Health Sector – UHC, National Health Policy, Family Planning, Health Insurance, etc.

[op-ed snap] Making health insurance work


Mains Paper 2: Governance | Issues relating to development and management of Social Sector/Services relating to Health, Education, Human Resources.

From UPSC perspective, the following things are important:

Prelims level: Particulars of the NHPS

Mains level: The government has announced an ambitious Healthcare programme in the budget 2018. The article comprehensively discusses concerns related to it.


 Health programme: Budget 2018

  1. It is unusual for a health programme to become the most prominent feature of a Union Budget
  2. The recommendations of the High-Level Expert Group on Universal Health Coverage (2011) resonate in the Budget of 2018
  3. The budget commits
    (1) universal health coverage,
    (2) strengthening of primary health care (especially at the sub-centre level),
    (3) linking new medical colleges to upgraded district hospitals,
    (4) provision of free drugs and diagnostics at public health facilities, and
    (5) stepping up financial protection for health care through a government-funded programme that merges Central and State health insurance schemes

The National Health Protection Scheme

  1. The scheme will provide cost coverage, up to Rs. 5 lakh annually, to a poor family for hospitalisation in an empanelled public or private hospital
  2. The precursor of the National Health Protection Scheme (NHPS), the Rashtriya Swasthya Bima Yojana (RSBY), provided limited coverage of only ₹30,000, usually for secondary care
  3. Though it improved access to health care, it did not reduce out-of-pocket expenditure (OOPE), catastrophic health expenditure or health payment-induced poverty
  4. The NHPS addresses those concerns by sharply raising the coverage cap
  5. But the NHPS too remains disconnected from primary care.

How will the scheme work?

  1. The NHPS will pay for the hospitalisation costs of its beneficiaries through ‘strategic purchasing’ from public and private hospitals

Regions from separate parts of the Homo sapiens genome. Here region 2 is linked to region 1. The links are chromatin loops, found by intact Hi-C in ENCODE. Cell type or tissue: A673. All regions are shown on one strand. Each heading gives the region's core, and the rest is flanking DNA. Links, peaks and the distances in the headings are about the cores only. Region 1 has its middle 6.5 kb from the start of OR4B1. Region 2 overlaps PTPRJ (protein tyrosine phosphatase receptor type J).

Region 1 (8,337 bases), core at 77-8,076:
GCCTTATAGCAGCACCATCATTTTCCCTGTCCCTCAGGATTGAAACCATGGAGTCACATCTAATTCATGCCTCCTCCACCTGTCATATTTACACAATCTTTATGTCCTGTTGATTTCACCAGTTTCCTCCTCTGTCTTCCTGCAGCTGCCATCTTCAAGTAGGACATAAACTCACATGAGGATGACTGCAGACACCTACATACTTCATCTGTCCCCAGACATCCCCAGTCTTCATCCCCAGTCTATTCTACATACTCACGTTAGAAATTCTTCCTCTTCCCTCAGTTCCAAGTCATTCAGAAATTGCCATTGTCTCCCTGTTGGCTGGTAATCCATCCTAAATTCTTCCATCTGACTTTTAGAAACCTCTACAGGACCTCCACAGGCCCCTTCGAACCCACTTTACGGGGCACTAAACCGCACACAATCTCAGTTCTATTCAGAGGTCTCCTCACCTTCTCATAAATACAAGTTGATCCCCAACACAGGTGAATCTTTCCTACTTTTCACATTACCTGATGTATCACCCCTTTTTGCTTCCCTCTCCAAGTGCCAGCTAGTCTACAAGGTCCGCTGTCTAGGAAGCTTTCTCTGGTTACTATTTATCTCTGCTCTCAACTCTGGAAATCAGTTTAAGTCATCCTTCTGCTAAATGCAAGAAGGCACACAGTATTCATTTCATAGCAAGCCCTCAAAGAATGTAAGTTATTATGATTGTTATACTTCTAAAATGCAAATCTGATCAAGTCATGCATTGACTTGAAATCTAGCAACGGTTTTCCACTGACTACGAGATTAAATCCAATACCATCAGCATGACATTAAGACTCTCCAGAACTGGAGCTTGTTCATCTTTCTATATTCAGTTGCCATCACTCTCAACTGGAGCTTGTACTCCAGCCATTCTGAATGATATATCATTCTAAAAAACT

2. In the NHPS the government will pay most of the money on behalf of the poor, unlike private insurance where an individual or an employer pays the premium
  3. Caution: Both Central and State health agencies or their intermediaries will have to develop the capacity for competent purchasing of services from a diverse group of providers
  4. Otherwise, hospitals may undertake unnecessary tests and treatments to tap the generous coverage

What is the main concern?

  1. Reduced allocation for the National Health Mission and sidelining of its urban component raise concerns about primary care
  2. If primary health services are not strong enough, there is great danger of an overloaded NHPS disproportionately draining resources from the health budget
  3. That will lead to further neglect of primary care and public hospitals, which even now are not adequately equipped to compete with corporate hospitals in the strategic purchasing arena
  4. That will lead to decay of the public sector as a care provider
  5. This must be prevented by proactively strengthening primary health services and public hospitals

Financial issues regarding the scheme

  1. The NHPS will need more than the Rs. 2,000 crore presently allocated
  2. As the scheme starts in October 2018, the funding will cover the few months before the next Budget
  3. It is expected to require Rs. 5,000-6,000 crore to get it going in the first year and Rs. 10,000-12,000 crore annually as it scales up

Responsibility of the State Government

  1. State governments have the main responsibility of health service delivery and also need to bear the major share of the public expenditure on health
  2. The National Health Policy (NHP) asks the States to raise their allocation for health to over 8% of the total State budget by 2020, requiring many States to double their health spending
    Some issues
  3. The NHPS needs a buy-in from the States, which have to contribute 40% of the funding
  4. Even with the low cost coverage of the RSBY, several States opted out. Some decided to fund their own State-specific health insurance programmes, with distinctive political branding
  5. Will they agree to merge their programmes with the NHPS, with co-branding?
  6. The NHPS requires a high level of cooperative federalism
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